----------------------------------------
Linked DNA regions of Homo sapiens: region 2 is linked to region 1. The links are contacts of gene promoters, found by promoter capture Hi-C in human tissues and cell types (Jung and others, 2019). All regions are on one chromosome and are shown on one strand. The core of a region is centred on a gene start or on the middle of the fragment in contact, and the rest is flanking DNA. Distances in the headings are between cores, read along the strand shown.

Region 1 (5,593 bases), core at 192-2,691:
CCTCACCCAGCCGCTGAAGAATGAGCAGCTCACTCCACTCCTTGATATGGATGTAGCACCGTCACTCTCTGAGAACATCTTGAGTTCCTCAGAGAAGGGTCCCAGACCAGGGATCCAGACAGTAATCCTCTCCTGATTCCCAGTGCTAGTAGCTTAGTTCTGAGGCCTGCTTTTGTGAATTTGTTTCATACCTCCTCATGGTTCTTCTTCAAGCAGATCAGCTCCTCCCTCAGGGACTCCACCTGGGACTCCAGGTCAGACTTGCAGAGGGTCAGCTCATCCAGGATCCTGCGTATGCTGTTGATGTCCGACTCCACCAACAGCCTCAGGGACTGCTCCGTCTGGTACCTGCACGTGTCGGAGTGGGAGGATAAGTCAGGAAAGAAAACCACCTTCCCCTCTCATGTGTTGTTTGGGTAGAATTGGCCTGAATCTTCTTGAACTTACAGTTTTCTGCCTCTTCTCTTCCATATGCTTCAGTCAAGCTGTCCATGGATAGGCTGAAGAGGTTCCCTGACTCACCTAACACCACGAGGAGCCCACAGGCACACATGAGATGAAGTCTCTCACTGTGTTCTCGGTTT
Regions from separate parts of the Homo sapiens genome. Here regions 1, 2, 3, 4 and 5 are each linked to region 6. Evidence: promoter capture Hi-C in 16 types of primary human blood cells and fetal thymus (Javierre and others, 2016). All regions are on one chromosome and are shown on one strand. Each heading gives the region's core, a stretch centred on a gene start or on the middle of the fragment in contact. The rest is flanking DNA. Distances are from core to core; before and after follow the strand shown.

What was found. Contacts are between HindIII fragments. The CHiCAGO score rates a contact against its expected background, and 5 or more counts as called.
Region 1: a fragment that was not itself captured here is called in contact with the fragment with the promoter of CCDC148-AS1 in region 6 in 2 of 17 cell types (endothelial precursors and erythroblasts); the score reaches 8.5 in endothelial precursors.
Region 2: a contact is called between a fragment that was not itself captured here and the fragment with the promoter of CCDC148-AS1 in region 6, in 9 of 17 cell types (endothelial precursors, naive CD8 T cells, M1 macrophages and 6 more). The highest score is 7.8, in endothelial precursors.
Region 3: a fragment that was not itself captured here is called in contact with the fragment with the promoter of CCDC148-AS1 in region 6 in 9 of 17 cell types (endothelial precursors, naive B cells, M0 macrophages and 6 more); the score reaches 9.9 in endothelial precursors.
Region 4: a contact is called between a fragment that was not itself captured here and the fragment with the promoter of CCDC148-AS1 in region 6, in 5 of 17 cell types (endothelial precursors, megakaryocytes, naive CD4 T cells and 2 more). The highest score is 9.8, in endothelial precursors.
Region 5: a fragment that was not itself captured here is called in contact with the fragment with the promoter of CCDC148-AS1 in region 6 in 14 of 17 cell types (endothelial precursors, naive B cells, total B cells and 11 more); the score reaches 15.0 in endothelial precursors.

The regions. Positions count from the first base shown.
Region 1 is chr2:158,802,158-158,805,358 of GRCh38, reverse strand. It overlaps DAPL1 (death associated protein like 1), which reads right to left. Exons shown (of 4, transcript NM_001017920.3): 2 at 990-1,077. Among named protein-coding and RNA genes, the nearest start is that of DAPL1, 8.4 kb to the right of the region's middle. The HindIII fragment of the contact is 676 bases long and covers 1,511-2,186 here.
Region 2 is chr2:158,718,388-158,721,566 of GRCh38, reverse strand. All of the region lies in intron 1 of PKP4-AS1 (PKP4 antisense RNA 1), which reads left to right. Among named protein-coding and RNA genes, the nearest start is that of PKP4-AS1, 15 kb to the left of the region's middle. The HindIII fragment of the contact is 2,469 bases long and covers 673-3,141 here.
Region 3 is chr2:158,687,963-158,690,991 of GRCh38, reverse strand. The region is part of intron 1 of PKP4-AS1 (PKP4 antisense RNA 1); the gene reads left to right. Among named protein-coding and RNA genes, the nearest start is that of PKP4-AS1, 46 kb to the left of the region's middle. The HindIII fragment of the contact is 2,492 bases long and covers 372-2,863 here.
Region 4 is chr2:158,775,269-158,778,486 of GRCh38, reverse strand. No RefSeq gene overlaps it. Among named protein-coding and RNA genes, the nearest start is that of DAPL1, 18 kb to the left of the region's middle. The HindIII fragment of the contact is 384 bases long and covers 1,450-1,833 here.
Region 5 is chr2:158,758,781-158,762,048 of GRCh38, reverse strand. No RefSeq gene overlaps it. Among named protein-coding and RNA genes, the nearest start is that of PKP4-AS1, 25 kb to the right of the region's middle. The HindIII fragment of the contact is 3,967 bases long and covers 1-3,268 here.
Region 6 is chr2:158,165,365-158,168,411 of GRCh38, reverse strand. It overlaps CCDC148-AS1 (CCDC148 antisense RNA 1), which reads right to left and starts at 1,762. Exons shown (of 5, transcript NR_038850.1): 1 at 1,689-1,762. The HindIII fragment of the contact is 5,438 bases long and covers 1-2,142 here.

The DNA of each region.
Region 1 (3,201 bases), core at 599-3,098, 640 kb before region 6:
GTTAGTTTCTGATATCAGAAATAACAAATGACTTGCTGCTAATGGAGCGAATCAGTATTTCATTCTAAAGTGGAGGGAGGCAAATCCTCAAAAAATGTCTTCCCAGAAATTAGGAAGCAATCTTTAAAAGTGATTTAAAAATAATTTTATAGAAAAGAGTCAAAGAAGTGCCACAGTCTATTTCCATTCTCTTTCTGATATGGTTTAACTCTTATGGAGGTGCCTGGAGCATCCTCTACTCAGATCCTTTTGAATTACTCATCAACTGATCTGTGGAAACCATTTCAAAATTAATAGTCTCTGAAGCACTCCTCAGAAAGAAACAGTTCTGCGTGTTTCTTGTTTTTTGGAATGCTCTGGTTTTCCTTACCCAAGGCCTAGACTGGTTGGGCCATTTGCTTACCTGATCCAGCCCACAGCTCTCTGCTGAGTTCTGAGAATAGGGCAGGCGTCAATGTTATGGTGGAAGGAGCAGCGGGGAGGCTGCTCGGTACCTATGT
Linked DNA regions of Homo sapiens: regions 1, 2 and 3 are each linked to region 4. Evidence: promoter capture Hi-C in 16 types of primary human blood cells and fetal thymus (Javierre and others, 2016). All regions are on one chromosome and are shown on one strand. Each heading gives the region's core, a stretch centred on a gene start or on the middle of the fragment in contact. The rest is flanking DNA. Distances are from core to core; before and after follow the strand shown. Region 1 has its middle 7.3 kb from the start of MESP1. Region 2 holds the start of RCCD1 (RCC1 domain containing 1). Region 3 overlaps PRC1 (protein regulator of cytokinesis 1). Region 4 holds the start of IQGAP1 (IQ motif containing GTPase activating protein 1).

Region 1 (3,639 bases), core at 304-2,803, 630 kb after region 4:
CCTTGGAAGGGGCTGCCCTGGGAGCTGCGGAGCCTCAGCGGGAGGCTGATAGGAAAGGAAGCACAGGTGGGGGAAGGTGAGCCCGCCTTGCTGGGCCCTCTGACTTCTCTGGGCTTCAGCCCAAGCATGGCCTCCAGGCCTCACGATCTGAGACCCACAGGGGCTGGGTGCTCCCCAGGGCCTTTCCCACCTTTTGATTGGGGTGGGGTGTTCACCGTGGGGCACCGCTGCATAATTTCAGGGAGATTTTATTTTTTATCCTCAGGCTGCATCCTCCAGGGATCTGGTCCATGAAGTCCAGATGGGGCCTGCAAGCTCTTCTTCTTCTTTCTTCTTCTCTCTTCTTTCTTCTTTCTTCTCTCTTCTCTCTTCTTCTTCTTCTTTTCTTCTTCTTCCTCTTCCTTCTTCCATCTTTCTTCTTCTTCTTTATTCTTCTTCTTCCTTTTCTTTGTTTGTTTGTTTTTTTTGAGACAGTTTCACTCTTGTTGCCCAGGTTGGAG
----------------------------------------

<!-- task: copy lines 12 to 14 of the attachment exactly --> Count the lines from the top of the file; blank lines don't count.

Region 1 is chr2:158,802,158-158,805,358 of GRCh38, reverse strand. It overlaps DAPL1 (death associated protein like 1), which reads right to left. Exons shown (of 4, transcript NM_001017920.3): 2 at 990-1,077. Among named protein-coding and RNA genes, the nearest start is that of DAPL1, 8.4 kb to the right of the region's middle. The HindIII fragment of the contact is 676 bases long and covers 1,511-2,186 here.
Region 2 is chr2:158,718,388-158,721,566 of GRCh38, reverse strand. All of the region lies in intron 1 of PKP4-AS1 (PKP4 antisense RNA 1), which reads left to right. Among named protein-coding and RNA genes, the nearest start is that of PKP4-AS1, 15 kb to the left of the region's middle. The HindIII fragment of the contact is 2,469 bases long and covers 673-3,141 here.
Region 3 is chr2:158,687,963-158,690,991 of GRCh38, reverse strand. The region is part of intron 1 of PKP4-AS1 (PKP4 antisense RNA 1); the gene reads left to right. Among named protein-coding and RNA genes, the nearest start is that of PKP4-AS1, 46 kb to the left of the region's middle. The HindIII fragment of the contact is 2,492 bases long and covers 372-2,863 here.